The truth behind the turkey

For many of us, the story of thanksgiving consists of pilgrims, poultry and the indiscriminate consumption of fatty foodstuffs. Le Frigo Vert is out to change that.

Holding their third annual anti-colonial thanksgiving supper, Concordia’s non-profit food co-op will accompany the supper with the screening of two movies.

According to Le Frigo Vert’s Shelly Bazuik, “The purpose of the event is to expose some of the colonial myths built up around thanksgiving and colonial nation-building, while at the same time celebrating the principals of sharing food and information.”

Punita Bhardwaj, also from Le Frigo, said, “Thanksgiving is a very traditional holiday that has underlying notions of colonization of indigenous people, not discussed in the mainstream, so this is an event that offers a critique to counter these assumptions, and celebrate 500 years of resistance by natives in the Americas”.

In addition to raising awareness, organizers of the event hope that it will motivate people to get involved.

“Members of the International Indigenous People’s Solidarity Movement will be present, so this could be a starting point for people wanting to know how to be an ally with indigenous struggle,” said Bhardwaj.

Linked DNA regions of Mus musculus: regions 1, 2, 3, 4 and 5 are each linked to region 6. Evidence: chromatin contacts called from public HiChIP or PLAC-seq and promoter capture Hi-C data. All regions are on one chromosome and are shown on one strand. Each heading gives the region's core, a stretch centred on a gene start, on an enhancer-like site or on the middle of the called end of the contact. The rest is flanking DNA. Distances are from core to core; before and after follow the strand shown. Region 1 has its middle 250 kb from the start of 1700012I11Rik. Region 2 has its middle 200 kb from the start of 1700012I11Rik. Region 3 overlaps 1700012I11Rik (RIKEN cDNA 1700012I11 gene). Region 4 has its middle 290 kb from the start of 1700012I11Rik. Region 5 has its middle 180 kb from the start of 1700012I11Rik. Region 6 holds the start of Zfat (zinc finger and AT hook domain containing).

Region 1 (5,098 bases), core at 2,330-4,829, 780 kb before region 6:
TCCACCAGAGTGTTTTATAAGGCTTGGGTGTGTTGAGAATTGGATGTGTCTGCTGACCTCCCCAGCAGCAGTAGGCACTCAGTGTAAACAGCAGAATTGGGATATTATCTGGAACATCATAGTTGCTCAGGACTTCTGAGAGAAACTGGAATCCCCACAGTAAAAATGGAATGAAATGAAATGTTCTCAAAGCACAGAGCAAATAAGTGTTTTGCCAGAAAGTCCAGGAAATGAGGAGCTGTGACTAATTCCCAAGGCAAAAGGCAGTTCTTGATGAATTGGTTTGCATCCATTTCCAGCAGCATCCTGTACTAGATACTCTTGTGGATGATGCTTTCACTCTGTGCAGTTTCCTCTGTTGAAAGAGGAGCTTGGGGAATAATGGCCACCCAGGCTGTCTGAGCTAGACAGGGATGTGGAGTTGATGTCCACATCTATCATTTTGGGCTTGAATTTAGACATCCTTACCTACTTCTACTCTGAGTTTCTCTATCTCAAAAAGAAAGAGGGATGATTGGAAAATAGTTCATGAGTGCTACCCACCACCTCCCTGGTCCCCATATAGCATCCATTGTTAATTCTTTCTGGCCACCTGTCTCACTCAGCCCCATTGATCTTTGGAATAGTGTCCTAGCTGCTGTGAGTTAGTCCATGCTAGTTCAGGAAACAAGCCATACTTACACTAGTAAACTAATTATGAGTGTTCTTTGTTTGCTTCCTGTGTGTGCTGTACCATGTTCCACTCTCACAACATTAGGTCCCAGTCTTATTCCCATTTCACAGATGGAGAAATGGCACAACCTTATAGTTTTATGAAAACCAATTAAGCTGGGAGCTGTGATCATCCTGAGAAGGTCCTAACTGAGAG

The two documentary films being shown are “My name is Kahentiiosta” from Alanis Obomsawin, and “Zapatista Women”, directed by Guadalupe Miranda and Maria Ines Roque.

Obomsawin is the acclaimed director of Kanehsatake: 270 Years of Resistance. The film is about a young Kahnawake Mohawk woman who was arrested after a 78 day armed standoff in 1990 between Mohawks and the Canadian federal government.

The second film “Zapatista Women” offers a glimpse of life among Mexico’s Zapatista women.

The supper will include vegan dishes like wild rice-cranberry salad, vegan shepard’s pie with mushroom gravy, and apple crisp.

All are welcome at this

free event which takes place Wednesday October 5th from 6:30-10:30 at the Samuel Bronfman Centre, 1590 Doctor Penfield avenue.


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